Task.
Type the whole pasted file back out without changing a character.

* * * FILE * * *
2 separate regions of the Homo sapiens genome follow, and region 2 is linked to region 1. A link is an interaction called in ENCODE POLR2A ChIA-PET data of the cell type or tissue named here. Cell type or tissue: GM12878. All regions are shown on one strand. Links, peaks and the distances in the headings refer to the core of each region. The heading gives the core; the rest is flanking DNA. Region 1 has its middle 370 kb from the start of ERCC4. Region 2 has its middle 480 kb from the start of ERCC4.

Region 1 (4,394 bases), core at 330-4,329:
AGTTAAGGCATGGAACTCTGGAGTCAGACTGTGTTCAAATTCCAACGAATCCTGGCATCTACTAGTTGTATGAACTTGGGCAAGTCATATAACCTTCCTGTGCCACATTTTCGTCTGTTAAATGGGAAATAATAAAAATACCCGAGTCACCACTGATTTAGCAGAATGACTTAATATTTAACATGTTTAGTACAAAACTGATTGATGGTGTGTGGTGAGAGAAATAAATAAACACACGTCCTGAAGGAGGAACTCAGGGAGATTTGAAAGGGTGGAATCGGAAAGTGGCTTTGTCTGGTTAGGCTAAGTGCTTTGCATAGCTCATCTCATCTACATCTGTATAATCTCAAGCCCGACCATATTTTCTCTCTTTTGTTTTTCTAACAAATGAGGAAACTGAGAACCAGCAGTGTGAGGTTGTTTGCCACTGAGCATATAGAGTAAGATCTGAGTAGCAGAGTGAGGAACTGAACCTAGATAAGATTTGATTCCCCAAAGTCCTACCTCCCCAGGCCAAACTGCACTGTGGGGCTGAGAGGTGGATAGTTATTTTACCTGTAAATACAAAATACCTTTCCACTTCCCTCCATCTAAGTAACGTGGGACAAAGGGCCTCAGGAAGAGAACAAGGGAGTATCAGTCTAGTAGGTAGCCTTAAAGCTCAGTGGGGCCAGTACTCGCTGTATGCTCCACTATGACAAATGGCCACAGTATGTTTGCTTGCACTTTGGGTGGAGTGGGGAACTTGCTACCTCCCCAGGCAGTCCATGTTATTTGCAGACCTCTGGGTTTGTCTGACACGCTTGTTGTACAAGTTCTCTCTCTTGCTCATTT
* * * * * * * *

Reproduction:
2 separate regions of the Homo sapiens genome follow, and region 2 is linked to region 1. A link is an interaction called in ENCODE POLR2A ChIA-PET data of the cell type or tissue named here. Cell type or tissue: GM12878. All regions are shown on one strand. Links, peaks and the distances in the headings refer to the core of each region. The heading gives the core; the rest is flanking DNA. Region 1 has its middle 370 kb from the start of ERCC4. Region 2 has its middle 480 kb from the start of ERCC4.

Region 1 (4,394 bases), core at 330-4,329:
AGTTAAGGCATGGAACTCTGGAGTCAGACTGTGTTCAAATTCCAACGAATCCTGGCATCTACTAGTTGTATGAACTTGGGCAAGTCATATAACCTTCCTGTGCCACATTTTCGTCTGTTAAATGGGAAATAATAAAAATACCCGAGTCACCACTGATTTAGCAGAATGACTTAATATTTAACATGTTTAGTACAAAACTGATTGATGGTGTGTGGTGAGAGAAATAAATAAACACACGTCCTGAAGGAGGAACTCAGGGAGATTTGAAAGGGTGGAATCGGAAAGTGGCTTTGTCTGGTTAGGCTAAGTGCTTTGCATAGCTCATCTCATCTACATCTGTATAATCTCAAGCCCGACCATATTTTCTCTCTTTTGTTTTTCTAACAAATGAGGAAACTGAGAACCAGCAGTGTGAGGTTGTTTGCCACTGAGCATATAGAGTAAGATCTGAGTAGCAGAGTGAGGAACTGAACCTAGATAAGATTTGATTCCCCAAAGTCCTACCTCCCCAGGCCAAACTGCACTGTGGGGCTGAGAGGTGGATAGTTATTTTACCTGTAAATACAAAATACCTTTCCACTTCCCTCCATCTAAGTAACGTGGGACAAAGGGCCTCAGGAAGAGAACAAGGGAGTATCAGTCTAGTAGGTAGCCTTAAAGCTCAGTGGGGCCAGTACTCGCTGTATGCTCCACTATGACAAATGGCCACAGTATGTTTGCTTGCACTTTGGGTGGAGTGGGGAACTTGCTACCTCCCCAGGCAGTCCATGTTATTTGCAGACCTCTGGGTTTGTCTGACACGCTTGTTGTACAAGTTCTCTCTCTTGCTCATTT